So Hairspray knocked the rat off its pedestal after three weeks at the top, ranking second or third in all four components of the Box Office Power Rankings to sneak past Pixar’s latest offering.
But I’m more interested in The Simpsons Movie. I have a bet with Mike Schulz, our frequent collaborator on Drunken Commentary Tracks. Basically, I think the movie will Grindhouse bomb, and he thinks it will rule the box office with a force not seen since ... well, at least a couple weeks ago.
Our bet: Two bottles of wine to me if The Simpsons Movie grosses less than $20 million in the U.S. its opening weekend. One bottle of wine to me between $20 million and $40 million. One bottle of wine to him $40 million to $60 million. And two bottles of wine to Mike if it rakes in more than $60 million.
Box Office Power Rankings: July 20-22, 2007
(Rank) Movie (last week; box office, per-screen, Rotten Tomatoes, Metacritic: total)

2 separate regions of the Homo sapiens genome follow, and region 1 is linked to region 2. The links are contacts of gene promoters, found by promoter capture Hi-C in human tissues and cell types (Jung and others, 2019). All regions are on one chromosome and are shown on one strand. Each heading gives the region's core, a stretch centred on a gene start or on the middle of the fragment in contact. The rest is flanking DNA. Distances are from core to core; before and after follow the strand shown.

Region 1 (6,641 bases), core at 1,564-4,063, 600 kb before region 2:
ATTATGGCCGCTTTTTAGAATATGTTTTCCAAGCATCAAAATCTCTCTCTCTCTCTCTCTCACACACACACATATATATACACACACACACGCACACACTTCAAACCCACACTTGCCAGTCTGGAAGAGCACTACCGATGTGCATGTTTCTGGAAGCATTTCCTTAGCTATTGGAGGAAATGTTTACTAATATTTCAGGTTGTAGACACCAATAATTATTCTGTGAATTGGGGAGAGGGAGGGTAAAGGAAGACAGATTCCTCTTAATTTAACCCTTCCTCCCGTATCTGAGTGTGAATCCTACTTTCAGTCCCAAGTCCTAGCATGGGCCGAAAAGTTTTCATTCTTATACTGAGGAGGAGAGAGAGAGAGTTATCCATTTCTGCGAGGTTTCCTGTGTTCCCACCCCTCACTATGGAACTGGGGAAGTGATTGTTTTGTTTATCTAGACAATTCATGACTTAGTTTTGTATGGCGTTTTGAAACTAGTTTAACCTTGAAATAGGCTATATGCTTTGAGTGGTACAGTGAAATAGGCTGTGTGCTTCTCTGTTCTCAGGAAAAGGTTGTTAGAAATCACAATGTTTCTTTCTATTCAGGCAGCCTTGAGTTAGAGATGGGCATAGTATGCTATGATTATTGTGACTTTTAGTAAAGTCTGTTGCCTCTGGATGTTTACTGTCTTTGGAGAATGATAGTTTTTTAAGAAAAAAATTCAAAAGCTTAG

(1) Hairspray (-; 8, 9, 9, 8: 34)
(2) Ratatouille (1; 6, 6, 10, 10: 32)
(3) Harry Potter and the Order of the Phoenix (2; 9, 8, 6, 7: 30)
(4) I Now Pronounce You Chuck and Larry (-; 10, 10, 2, 3: 25)
(5) Live Free or Die Hard (3; 5, 5, 7, 6: 23)
(6) Transformers (5; 7, 7, 4, 4: 22)
(7) Knocked Up (5; 1, 3, 8, 9: 21)
(8) 1408 (7; 3, 4, 5, 5: 17)
(9) Evan Almighty (9; 2, 2, 3, 2: 9)
(10) License to Wed (8; 4, 1, 1, 1: 7)
MethodologyCulture Snob’s Box Office Power Rankings balance box office and critical reception to create a better measure of a movie’s overall performance against its peers.
The weekly rankings cover the 10 top-grossing movies in the United States for the previous weekend. We assign equal weight to box office and critical opinion, with each having two components. The measures are: box-office gross, per-screen average, Rotten Tomatoes score, and Metacritic score.
Why those four? Box-office gross basically measures the number of people who saw a movie in a given weekend. Per-screen average corrects for blockbuster-wannabes that flood the market with prints, and gives limited-release movies a fighting chance. Rotten Tomatoes measures critical opinion in a binary way. And Metacritic gives a better sense of critics’ enthusiasm (or bile) for a movie.
For each of the four measures, the movies are ranked and assigned points (10 for the best performer, one for the worst). Finally, those points are added up, with a maximum score of 40 and a minimum score of four.